Luke’s diligent research carried over into his second volume as well. For his account in the first eight chapters of Acts he must have interviewed the other apostles, John Mark and his mother, Philip and James the Lord’s brother. And finally there was the apostle Paul, who was perhaps the most influential source and motivation for his work. Consider the years Luke listened to Paul’s preaching, traveled alongside him, witnessed his suffering and cared for his wounds in prison. I suspect that Paul might have even been responsible for planting the seed in Luke to write the larger story of the gospel – one that would not only incorporate a more complete narrative of the life of Jesus, but also document the spread of the gospel all the way to Rome. This was Paul’s passion – the risen Christ for the whole world.

IV. A Persuasive Presentation

…it seemed good to me also, having followed all things closely for some time past, to write an orderly account for you, most excellent Theophilus, (v. 3)

Having completed his research, Luke says that he set out to write it in an “orderly” fashion. “Orderly” means being “in sequence one after another in time, space, or logic.”8 Luke’s gospel is broadly chronological, but far more important is how Luke shapes his narrative geographically and thematically. Once you enter the story, you can’t help but feel pulled along on an incredible journey from Jerusalem to Galilee, to Samaria, and back to Jerusalem, where book one ends. Book two opens in Jerusalem, then takes us to Samaria, then Asia Minor and Greece, then back to Jerusalem and ends in Rome. This geographical dimension catapults us out of our insular country club mentality and enlarges our vision to embrace the whole world for Christ. Luke is the only gospel writer to call the Sea of Galilee a “lake,” for compared to the Mediterranean it is a mere pond.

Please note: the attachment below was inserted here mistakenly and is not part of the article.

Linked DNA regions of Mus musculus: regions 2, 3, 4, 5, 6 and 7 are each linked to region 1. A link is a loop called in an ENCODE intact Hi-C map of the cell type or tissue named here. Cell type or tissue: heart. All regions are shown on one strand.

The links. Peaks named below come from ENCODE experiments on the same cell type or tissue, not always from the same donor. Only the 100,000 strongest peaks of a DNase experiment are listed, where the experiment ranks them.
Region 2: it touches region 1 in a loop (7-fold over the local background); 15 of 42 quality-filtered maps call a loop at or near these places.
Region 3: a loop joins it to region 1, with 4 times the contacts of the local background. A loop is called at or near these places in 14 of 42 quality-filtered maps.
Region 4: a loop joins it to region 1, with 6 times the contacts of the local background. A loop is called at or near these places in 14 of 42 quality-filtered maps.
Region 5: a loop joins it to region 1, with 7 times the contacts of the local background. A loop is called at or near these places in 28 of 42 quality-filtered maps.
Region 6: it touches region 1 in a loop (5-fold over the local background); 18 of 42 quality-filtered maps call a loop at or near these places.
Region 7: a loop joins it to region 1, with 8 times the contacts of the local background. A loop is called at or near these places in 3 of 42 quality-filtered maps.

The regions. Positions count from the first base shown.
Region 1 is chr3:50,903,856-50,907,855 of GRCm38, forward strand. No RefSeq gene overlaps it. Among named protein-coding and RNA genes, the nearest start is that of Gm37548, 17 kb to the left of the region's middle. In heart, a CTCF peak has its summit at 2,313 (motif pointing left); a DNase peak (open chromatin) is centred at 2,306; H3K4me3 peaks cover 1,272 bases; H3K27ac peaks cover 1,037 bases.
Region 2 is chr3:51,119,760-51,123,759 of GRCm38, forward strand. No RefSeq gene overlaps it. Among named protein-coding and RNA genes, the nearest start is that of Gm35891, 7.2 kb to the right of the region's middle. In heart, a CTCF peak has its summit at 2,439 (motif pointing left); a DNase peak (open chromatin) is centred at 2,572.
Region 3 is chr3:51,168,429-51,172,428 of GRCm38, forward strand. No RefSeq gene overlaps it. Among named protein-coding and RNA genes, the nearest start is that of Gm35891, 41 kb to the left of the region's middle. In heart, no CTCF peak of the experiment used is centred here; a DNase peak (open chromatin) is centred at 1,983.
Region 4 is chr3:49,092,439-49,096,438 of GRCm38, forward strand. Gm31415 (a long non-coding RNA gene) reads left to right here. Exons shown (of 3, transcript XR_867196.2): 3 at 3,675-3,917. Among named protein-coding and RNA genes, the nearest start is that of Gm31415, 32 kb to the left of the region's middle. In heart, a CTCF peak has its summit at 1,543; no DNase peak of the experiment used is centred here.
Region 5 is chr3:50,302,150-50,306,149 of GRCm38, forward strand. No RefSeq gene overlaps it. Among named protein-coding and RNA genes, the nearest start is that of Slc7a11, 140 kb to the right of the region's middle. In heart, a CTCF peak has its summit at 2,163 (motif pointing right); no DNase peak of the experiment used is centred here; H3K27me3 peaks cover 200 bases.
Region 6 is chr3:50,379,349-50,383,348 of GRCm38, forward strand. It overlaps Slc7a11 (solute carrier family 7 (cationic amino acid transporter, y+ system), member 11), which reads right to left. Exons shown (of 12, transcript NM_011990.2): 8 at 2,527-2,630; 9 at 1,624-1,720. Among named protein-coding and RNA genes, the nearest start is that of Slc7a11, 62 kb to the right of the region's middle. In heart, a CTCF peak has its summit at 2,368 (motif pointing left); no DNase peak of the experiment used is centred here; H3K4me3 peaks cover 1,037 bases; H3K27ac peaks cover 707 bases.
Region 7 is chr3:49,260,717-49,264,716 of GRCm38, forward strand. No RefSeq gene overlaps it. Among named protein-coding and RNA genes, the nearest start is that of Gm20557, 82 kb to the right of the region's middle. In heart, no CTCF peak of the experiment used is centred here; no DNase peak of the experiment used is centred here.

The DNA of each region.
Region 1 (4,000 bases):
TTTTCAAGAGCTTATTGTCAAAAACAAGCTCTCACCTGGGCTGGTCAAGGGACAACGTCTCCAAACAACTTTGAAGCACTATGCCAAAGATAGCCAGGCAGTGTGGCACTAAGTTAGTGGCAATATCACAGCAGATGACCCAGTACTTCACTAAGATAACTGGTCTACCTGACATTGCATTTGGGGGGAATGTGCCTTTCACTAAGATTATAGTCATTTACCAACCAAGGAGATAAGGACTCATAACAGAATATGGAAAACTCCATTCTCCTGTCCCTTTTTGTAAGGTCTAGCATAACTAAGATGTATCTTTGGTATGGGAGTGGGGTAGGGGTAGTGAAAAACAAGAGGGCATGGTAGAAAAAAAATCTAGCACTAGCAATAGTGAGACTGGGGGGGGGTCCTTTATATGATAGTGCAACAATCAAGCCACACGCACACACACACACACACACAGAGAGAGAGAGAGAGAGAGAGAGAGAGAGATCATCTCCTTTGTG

Luke’s thematic sequence is even more persuasive. After the Spirit is poured out on the day of Pentecost, both Peter and Paul seem to mirror the life of Jesus in the gospel. Like Jesus, their preaching is accompanied by miraculous works of power, healings and the casting out of demons. These mighty works increase their popularity among the people, but also arouse fierce opposition by the authorities. Like Jesus, they are beaten and imprisoned for their testimony, but they refuse to back down. And just as Jesus is raised out of the tomb, so Peter and Paul are both rescued out of prison; Peter by an angel and Paul by an earthquake. As a result, they both preach with greater freedom. Luke was with Paul in Philippi during these events. I imagine the impact of seeing Paul and Silas being beaten, thrown in prison, then hearing them sing praises at midnight, followed by a massive earthquake; Paul’s rescue of the jailer and his subsequent conversion would have been as awe inspiring to Luke as Jesus’ resurrection appearances were to the disciples.

This is good news that stirs the imagination and moves the heart. It is good news that is here to stay as “the cross and resurrection are stamped upon the life of the church that bears witness to them.”9 This is a paradigm that will not disappoint you or your children by offering false hopes of a good and prosperous life if we just work hard enough. Luke, just like the other gospel writers, emphatically declares that the way of the kingdom is suffering. But as we learn to embrace suffering, even death itself, we experience resurrection life in new, unexpected and glorious ways. As we examine the closing chapters in Acts, we find Paul’s experiences are almost a mirror image of Jesus’ at the end of Luke’s gospel. As Tom Wright observes,